Almost all authors have asserted that vinegar is an antidote to belladonna, but that is a mere conjecture, copied: in simple faith by one from another, and yet nothing is further from the truth. Repeated experience has taught me that vinegar only aggravates the ill-effects of large doses of belladonna.. (STAPF also observed that in the violent headache from belladonna vinegar laid on the forehead increased it to such an intolerable degree that it had to be taken off.)
Opium relieves the paralytic symptoms and abdominal pains caused by belladonna, but only in an antipathic and palliative way, very probably also it removes, in very small doses, the sopor caused by belladonna.
But the stupefied condition, the mania and the fury caused by belladonna, are soonest and most surely homoeopathically removed by one or two small doses of henbane. But the intoxication by itself is best subdued by wine, as I have seen, and as TRAJUS .and MOIBANUS long ago observed.
When small dose of belladonna, unhomoeopathically selected, causes lachrymose disposition with chilliness and headache, an equally small dose of pulsatilla relieves.
But suitable help is most urgently required in cases where belladonna has been swallowed in considerable quantities, for example, in the form of its berries. In such cases relief is obtained by drinking a large quantity of strong coffee, which removes the loss of irritability and the tetanic convulsions, tough it only does that antipathically. It also promotes the vomiting of the berries most certainly, the fauces being at the same time irritated with a long feather in order to empty the stomach.
The erysipelatous swelling caused by belladonna are readily removed by hepar sulphuris. Camphor too, displays much antidotal power against some of the morbid effects caused by belladonna.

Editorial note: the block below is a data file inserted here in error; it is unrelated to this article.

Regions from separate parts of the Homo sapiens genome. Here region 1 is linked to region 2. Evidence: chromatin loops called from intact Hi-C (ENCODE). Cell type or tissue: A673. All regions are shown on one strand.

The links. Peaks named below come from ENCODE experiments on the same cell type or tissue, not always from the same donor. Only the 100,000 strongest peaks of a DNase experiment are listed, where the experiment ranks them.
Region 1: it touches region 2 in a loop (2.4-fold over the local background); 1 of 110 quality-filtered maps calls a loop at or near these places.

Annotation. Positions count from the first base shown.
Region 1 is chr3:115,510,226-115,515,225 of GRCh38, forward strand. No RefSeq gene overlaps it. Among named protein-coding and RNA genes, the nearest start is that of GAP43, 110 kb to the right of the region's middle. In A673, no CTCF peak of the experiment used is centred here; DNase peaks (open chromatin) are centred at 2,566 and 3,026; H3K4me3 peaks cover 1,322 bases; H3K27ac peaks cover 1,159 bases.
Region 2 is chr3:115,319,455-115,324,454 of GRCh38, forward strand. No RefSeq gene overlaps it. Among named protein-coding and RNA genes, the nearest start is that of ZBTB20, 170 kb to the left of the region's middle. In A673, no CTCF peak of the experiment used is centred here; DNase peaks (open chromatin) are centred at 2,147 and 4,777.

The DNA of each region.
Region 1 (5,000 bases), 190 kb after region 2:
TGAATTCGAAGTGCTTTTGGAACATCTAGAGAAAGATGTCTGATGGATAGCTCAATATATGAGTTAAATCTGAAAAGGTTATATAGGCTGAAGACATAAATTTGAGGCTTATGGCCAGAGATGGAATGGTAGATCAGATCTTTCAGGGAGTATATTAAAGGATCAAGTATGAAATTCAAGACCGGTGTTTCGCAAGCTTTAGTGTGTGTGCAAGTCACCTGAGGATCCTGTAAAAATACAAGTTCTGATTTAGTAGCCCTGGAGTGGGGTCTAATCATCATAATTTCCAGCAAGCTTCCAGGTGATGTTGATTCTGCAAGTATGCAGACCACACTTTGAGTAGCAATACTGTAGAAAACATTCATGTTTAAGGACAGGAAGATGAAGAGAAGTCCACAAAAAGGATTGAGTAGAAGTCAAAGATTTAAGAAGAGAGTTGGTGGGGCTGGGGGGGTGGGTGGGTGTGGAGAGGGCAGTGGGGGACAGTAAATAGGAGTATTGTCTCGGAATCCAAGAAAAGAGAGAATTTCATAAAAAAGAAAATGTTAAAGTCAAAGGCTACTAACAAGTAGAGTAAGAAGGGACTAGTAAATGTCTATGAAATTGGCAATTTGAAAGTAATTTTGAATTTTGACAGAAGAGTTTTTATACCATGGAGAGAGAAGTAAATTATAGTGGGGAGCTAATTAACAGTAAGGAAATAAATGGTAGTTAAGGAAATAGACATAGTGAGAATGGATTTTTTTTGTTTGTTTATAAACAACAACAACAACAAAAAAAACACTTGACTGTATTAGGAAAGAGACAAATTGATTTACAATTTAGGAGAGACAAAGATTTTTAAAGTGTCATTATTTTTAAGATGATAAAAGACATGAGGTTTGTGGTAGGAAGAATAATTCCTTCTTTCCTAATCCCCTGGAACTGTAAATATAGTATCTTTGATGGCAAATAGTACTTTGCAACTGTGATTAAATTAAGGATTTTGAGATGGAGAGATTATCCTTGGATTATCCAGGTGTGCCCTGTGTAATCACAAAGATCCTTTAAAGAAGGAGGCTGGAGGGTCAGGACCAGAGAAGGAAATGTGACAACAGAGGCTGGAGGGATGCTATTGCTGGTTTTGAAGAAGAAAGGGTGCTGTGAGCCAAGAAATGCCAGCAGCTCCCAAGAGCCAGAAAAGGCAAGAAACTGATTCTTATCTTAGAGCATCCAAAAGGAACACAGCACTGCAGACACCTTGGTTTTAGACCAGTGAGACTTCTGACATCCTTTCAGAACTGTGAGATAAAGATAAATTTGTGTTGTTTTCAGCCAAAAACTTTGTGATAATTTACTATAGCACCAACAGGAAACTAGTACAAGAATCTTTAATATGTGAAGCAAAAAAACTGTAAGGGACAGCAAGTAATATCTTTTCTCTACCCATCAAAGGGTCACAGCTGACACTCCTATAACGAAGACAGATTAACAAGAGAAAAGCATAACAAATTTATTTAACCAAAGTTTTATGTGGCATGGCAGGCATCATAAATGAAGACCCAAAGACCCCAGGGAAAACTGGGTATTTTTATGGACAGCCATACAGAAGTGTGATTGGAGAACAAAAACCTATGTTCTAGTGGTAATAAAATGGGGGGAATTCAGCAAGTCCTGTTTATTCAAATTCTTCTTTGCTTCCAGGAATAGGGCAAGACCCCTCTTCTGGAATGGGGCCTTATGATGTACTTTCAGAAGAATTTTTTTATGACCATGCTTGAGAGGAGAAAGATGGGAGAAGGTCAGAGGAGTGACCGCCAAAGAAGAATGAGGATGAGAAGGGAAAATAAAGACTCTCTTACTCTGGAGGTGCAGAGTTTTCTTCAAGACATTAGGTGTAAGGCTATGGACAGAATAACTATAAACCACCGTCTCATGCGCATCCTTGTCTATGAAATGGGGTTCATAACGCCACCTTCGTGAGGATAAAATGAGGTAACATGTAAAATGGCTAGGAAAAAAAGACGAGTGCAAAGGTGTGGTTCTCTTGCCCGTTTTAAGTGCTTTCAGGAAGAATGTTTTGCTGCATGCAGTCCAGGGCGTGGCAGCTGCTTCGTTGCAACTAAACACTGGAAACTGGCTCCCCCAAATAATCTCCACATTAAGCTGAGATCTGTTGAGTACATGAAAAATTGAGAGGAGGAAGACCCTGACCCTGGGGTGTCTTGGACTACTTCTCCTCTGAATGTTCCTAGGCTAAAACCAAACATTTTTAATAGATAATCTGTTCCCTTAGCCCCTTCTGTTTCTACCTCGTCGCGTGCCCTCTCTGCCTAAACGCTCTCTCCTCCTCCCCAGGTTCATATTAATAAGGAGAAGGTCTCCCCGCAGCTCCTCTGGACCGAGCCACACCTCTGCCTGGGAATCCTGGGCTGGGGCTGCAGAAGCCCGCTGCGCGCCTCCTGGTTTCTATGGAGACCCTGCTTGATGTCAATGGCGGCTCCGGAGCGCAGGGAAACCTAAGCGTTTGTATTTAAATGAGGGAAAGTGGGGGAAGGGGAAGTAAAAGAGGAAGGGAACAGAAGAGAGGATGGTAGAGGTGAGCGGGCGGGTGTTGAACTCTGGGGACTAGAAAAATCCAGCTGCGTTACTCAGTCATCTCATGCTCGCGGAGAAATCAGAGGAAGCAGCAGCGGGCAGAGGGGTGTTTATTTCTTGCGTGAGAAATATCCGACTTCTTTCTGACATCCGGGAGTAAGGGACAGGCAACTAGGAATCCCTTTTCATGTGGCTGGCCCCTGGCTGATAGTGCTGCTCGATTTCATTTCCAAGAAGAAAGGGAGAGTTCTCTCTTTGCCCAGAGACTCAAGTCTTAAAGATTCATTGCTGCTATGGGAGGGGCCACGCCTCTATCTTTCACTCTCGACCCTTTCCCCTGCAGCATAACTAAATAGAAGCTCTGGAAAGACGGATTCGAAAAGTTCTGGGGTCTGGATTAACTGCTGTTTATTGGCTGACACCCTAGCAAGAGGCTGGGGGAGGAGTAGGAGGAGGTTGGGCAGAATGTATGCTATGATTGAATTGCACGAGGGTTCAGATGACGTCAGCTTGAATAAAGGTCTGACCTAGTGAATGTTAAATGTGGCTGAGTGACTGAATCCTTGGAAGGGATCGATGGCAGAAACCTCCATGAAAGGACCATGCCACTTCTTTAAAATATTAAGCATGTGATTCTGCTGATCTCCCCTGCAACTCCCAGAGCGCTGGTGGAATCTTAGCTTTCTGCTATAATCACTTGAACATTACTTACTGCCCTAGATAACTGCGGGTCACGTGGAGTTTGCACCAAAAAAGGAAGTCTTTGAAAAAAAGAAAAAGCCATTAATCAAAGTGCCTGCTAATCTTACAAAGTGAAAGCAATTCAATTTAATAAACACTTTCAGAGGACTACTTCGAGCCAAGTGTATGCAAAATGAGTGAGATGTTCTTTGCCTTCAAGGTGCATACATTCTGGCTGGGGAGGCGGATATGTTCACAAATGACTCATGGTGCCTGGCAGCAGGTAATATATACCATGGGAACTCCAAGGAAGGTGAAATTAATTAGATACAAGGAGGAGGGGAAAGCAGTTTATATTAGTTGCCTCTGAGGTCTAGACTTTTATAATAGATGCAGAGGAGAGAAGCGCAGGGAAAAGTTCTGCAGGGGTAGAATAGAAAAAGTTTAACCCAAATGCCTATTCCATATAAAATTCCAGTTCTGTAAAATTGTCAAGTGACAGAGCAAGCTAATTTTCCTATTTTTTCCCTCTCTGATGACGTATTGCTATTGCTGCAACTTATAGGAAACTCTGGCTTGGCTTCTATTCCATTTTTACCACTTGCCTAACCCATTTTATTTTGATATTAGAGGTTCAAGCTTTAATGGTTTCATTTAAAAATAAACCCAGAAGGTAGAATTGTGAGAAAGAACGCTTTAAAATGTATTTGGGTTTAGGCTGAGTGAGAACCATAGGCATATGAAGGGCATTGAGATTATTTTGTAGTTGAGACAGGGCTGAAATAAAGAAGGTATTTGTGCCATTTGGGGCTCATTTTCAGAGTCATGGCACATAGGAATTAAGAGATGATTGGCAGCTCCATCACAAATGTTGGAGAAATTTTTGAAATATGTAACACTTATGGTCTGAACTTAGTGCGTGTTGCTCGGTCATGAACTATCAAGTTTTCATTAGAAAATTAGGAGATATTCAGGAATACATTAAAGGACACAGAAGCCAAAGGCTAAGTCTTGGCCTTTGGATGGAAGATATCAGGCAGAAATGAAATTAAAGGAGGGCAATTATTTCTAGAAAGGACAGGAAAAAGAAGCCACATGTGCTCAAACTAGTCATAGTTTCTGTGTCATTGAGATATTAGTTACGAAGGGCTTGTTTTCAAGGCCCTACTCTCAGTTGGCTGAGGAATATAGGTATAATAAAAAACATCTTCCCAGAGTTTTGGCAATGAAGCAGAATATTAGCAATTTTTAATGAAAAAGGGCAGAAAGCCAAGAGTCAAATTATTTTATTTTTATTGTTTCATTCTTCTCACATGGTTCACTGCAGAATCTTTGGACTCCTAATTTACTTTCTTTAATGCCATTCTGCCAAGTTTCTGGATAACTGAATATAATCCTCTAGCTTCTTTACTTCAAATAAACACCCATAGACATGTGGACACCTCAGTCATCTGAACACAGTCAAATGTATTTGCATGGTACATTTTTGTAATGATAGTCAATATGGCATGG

The prophylactic power of belladonna (given in the smallest dose every six or seven days) discovered by me, against, the true erysipelatoid smooth scarlet fever, as described by SYDENHAM, PLENCITZ, and others, was calumniated and ridiculed for nineteen years by a large number of medical men, who were not acquainted with this peculiar form of children’s disease, and consequently mistook for it the red miliary (purpura miliaris, roodvonk (See THOMASSEN A THUESSINK, “Over de Roodvonk,” 1816, extracted from his Geneeskundige Waarnemingen.)) that came from Belgium in 1801. This they falsely called “scarlet fever,” and naturally they failed to get any result from the administration of my prophylactic and curative remedy for true scarlet fever, in this red miliary fever. (This red miliary (roodvonk) is quite a different disease, requiring quite different treatment. Belladonna naturally does no good in it, and the ordinary routine practice allows the majority of patients to die of it. These might be all cured by the alternate administration of aconite and tincture of raw coffee-the former for the heat and increasing restlessness and agonizing anxiety, the latter for the excessive pains .with the lachrymose humour. The aconite should be given in the decillion-fold dilution of the juice, and the raw coffee in the million-fold dilution ; both in the smallest portion of a drop for a dose, the one or the other, according as they are indicated, given every twelve, sixteen, or twenty-four hours. In recent times these two very different diseases (smooth scarlet fever and purple miliary) seem to have occurred complicated with one another in some epidemics ; hence in some of the patients belladonna, in others aconite, seemed to have been most useful.) I am happy to say that of late years other medical men have again observed the old true scarlet fever. They have amply testified to the prophylactic power of belladonna in this disease, and have at last rendered me justice after having been treated so long with unmerited contempt.